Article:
The engagement and wedding ring set featured here is a premiere example of Kirk Kara's dedication to crafting mesmerizing designs. It effortlessly evokes the timeless lines and styles of the past. Centering the engagement ring is a gorgeous 1.21-carat round brilliant diamond set in a classic six-prong, cathedral mounting. From every angle, this glorious diamond, rated F-G in color and VS1-2 in clarity, flashes in brilliant light and color. Its classic diamond pavé band demonstrates slightly tapered shoulders featuring  meticulous hand-hewn milgrain and filigree details.

    Kirk Kara wedding bands are designed as a mirror image of their matching engagement rings. Each one is specifically designed with flat edges so it fits seamlessly next to its mate. This ensures a snug fit fashioned for beauty and comfort.

    The Kirk Kara wedding band in this set is a perfect complement to the engagement ring. It features matching beaded milgrain and hand etching. Like its mate, this ring is paved entirely in mini round brilliant diamonds partway down its shoulders on three sides.

    The set is crafted in 18k white gold, using Kirk Kara's special alloy of gold and palladium. They use the highest quality casting process in order to ensure maximum durability and longevity.  Perfection is their aim, and they work with skill and passion to bring their inspired designs to brilliant completion.

    As Kirk Kara expressed to JCK, "[Jewelry] is my life, and I love it. If you don't do something with love, you can't do it in the right way."

    At EraGem, we believe your betrothal rings are the most important symbol of your love.

    What better way to demonstrate this symbolism of your union than with the perfect passion infused in this Kirk Kara bridal set?

  • Spark Creations Fashion Jewelry

    Get your Spark on with this gorgeous designer sapphire engagement ring. A stunning 1-carat blue sapphire is surrounded by a halo of white diamonds. A gorgeous combination for a modern sophisticated bride. Photo ©2015 EraGem Jewelry. Get your Spark on with this gorgeous designer sapphire engagement ring. A stunning 1-carat blue sapphire is surrounded by a halo of white diamonds. A gorgeous combination for a modern sophisticated bride. Photo ©2015 EraGem Jewelry.


    Spark Creations leads the pack in fashion jewelry. Each Spark jewel is designed to fully express the company's express vision to present innovative jewels in live-action color with custom-fit colored gemstones from around the world. Their claim is that nobody does color better than Spark.

    There are two  ways to approach the design of ready-to-wear fashion jewelry. One is to fashion the setting around the stone, and the other is to fashion the stone precisely to fit into the setting. Spark Creations prides itself on taking this second approach, applying customized cuts to create collections of spectacular colored gemstone rings, bracelets, necklaces that dazzle with color and brilliance.

    This sapphire and diamond halo engagement ring represents Sparks Creations at their finest. It features a 1-carat, bright blue sapphire at the center of an oval halo fashioned from 18 round brilliant diamonds set with milgrain details.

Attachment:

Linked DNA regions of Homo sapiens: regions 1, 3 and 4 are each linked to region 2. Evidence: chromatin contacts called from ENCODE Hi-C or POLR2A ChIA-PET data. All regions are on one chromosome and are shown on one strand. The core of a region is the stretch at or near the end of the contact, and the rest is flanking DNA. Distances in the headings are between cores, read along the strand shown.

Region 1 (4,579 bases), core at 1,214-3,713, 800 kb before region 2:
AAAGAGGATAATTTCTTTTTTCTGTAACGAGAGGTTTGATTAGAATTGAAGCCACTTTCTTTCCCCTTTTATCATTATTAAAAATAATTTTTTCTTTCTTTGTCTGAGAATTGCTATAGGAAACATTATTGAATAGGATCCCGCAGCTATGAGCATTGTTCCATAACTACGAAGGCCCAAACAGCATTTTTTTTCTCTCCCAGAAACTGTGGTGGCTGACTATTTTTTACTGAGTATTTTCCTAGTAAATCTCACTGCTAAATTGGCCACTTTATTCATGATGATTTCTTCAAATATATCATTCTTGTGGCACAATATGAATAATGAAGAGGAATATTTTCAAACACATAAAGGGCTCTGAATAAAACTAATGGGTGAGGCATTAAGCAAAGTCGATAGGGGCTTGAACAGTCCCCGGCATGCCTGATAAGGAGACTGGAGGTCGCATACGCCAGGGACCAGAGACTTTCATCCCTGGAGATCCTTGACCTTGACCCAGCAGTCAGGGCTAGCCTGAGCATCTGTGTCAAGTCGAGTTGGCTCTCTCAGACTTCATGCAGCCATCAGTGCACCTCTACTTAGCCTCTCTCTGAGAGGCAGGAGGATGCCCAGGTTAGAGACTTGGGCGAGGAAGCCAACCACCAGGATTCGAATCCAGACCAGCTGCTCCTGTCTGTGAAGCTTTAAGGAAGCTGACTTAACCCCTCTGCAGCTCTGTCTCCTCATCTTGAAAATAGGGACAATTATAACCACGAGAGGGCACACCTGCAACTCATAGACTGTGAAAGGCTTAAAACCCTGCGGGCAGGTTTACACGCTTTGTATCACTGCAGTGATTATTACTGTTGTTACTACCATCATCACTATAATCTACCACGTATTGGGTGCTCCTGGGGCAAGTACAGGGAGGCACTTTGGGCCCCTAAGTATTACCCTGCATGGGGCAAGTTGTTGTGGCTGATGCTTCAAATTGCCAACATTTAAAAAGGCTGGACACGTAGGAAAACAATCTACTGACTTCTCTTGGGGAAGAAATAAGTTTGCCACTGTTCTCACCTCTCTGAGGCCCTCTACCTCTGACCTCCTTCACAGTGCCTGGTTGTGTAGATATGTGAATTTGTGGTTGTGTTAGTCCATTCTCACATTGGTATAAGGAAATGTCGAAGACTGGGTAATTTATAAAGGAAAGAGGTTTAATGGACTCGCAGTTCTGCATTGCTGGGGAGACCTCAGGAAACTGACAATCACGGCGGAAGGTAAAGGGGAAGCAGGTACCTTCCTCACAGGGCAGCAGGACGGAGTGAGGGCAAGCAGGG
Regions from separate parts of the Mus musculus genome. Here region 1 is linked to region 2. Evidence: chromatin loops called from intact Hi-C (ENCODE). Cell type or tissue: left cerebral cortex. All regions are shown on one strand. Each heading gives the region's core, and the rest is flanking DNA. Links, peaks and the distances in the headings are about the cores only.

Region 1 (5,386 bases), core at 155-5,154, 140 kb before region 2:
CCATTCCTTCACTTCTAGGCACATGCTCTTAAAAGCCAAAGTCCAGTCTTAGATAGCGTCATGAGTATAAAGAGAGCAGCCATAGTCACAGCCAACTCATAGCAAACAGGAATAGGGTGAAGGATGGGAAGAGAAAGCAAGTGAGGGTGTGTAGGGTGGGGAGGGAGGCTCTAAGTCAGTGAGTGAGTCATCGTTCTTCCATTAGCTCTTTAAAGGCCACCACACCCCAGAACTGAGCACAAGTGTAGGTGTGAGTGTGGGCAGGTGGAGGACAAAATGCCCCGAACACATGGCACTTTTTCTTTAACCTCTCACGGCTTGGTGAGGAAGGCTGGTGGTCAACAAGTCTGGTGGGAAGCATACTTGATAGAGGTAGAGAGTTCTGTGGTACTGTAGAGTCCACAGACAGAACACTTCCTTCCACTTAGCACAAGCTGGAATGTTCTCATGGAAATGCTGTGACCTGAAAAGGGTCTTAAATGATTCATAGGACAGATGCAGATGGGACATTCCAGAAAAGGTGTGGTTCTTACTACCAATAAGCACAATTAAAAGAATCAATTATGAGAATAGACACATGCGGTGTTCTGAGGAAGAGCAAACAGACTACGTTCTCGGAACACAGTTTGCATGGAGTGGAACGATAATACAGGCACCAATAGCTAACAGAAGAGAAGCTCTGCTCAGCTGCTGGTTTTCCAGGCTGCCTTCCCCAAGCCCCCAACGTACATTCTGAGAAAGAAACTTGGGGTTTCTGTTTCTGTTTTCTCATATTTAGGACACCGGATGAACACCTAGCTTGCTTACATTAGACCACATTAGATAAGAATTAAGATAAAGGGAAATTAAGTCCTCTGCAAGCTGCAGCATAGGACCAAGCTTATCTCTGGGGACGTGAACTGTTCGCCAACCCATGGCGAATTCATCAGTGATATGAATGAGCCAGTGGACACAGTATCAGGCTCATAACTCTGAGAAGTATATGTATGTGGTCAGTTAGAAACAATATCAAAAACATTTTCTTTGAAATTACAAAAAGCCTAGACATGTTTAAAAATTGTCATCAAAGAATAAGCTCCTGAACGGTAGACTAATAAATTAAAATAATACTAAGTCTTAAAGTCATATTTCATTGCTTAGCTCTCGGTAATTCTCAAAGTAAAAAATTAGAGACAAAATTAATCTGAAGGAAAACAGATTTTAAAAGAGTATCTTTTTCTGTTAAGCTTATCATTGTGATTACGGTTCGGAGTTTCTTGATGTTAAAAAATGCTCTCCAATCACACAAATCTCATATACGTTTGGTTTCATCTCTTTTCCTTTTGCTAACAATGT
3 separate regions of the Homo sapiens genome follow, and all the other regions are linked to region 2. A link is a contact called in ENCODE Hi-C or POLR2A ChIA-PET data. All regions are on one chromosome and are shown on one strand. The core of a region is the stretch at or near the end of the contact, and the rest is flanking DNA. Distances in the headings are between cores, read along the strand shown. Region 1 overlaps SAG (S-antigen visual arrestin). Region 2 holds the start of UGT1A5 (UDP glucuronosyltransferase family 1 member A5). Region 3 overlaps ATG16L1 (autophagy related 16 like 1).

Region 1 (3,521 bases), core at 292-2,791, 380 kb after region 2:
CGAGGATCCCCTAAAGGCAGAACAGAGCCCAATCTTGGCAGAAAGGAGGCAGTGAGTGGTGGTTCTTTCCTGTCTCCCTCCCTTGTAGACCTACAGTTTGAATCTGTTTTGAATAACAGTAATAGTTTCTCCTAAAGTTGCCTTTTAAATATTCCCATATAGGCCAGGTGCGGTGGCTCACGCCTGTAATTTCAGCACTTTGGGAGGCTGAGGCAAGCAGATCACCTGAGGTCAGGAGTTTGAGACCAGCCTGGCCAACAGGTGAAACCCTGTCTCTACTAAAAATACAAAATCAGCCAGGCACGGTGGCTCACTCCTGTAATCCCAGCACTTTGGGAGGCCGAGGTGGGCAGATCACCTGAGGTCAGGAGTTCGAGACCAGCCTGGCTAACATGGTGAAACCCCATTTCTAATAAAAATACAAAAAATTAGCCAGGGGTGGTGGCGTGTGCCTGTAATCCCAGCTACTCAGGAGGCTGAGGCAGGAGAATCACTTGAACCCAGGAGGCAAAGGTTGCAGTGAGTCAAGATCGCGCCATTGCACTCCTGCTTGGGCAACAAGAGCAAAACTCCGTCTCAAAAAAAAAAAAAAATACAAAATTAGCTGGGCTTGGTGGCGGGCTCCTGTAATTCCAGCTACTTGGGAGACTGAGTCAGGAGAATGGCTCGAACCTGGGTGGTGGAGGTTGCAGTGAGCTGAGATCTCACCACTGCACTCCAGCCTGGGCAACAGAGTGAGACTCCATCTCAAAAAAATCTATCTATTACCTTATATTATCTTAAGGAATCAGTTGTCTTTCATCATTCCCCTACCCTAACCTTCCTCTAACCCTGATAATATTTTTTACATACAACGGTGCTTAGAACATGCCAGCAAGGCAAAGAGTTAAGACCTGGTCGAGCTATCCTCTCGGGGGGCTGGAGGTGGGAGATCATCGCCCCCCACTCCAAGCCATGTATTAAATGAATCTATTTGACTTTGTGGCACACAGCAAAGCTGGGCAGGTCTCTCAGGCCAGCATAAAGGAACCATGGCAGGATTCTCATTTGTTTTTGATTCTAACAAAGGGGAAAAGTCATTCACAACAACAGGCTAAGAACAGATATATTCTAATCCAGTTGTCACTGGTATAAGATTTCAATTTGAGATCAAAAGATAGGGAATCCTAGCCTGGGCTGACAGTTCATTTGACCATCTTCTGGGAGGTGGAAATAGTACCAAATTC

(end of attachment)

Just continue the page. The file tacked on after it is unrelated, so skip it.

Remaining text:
Each of the shoulders of this gorgeous engagement ring features a unique design using five tapered baguette-cut diamonds set in a decorated channel of 18k white gold.

    Each face is set with 27 round brilliant diamonds with further milgrain detailing. The central stone is prong-set into a cathedral setting decorated with an elaborate openwork design featuring six hearts that surround the diamond's pavilion.

    This gorgeous ring  is believed to hail from Spark Creations' classic Color Collection. This collection centers on Greek-inspired designs featuring sapphires, tsavarites, rubies, emeralds accented by white diamonds. Color is central, with the white of the diamonds offering that "Spark" of contrast that makes the color appear so vibrant.

    It is this vibrant spark, coupled with a commitment to quality, that infuses every Spark Creations jewel with timeless elegance and singular sophistication.

    Is yours a love that sparks with fiery romance?

    If so, then perhaps you'd like to add a bit more Spark to your fire with this one-of-a-kind Spark Creations Sapphire and Diamond Halo Engagement Ring.

  • Judith Conway Designs

    Judith Conway expresses her passion for purity by designing exquisite diamond engagement rings in pure platinum. This Judith Conway diamond solitaire engagement ring is a beautiful example of this commitment. Photo ©2015 EraGem Jewelry. Judith Conway expresses her passion for purity by designing exquisite diamond engagement rings in pure platinum. This Judith Conway  engagement ring is a beautiful example of this commitment. Photo ©2015 EraGem Jewelry.

    Judith Conway infuses every one of her engagement rings with a subtle elegance. She is committed to marking a couple's most memorable moments with designs that reflect purity and a sense of the eternal.

    To this end, she works primarily in platinum, a metal she describes as a pure "expression of integrity" and "a reflection of inner truth." All of her platinum rings are made with a high-grade alloy that is 90% to 95% pure. Her artisans polish the platinum to its highest shine possible. This ensures that Judith Conway rings do not fade or tarnish.

    Located in Beverly Hills, California, her design firm, called Judith Conway Designs, is staffed with highly trained jewelers who have dedicated themselves to the art of hand carving. Judith Conway jewels are crafted in such a way as to highlight the central stone from absolutely every visual angle.

    Every Judith Conway ring exudes subtle refinement and exceptional quality. Her signature pairing of platinum with conflict-free white diamonds is a perfect testament to the rare beauty that comes when a master artisan fuses nature's raw materials together to create a timeless work of art. To wear a Judith Conway diamond engagement ring is to claim the essences of purity, elegance, and distinction as your own.

    If your sweetheart values a commitment to these essential qualities, then allow us to recommend a Judith Conway engagement ring to punctuate your eternal commitment to her.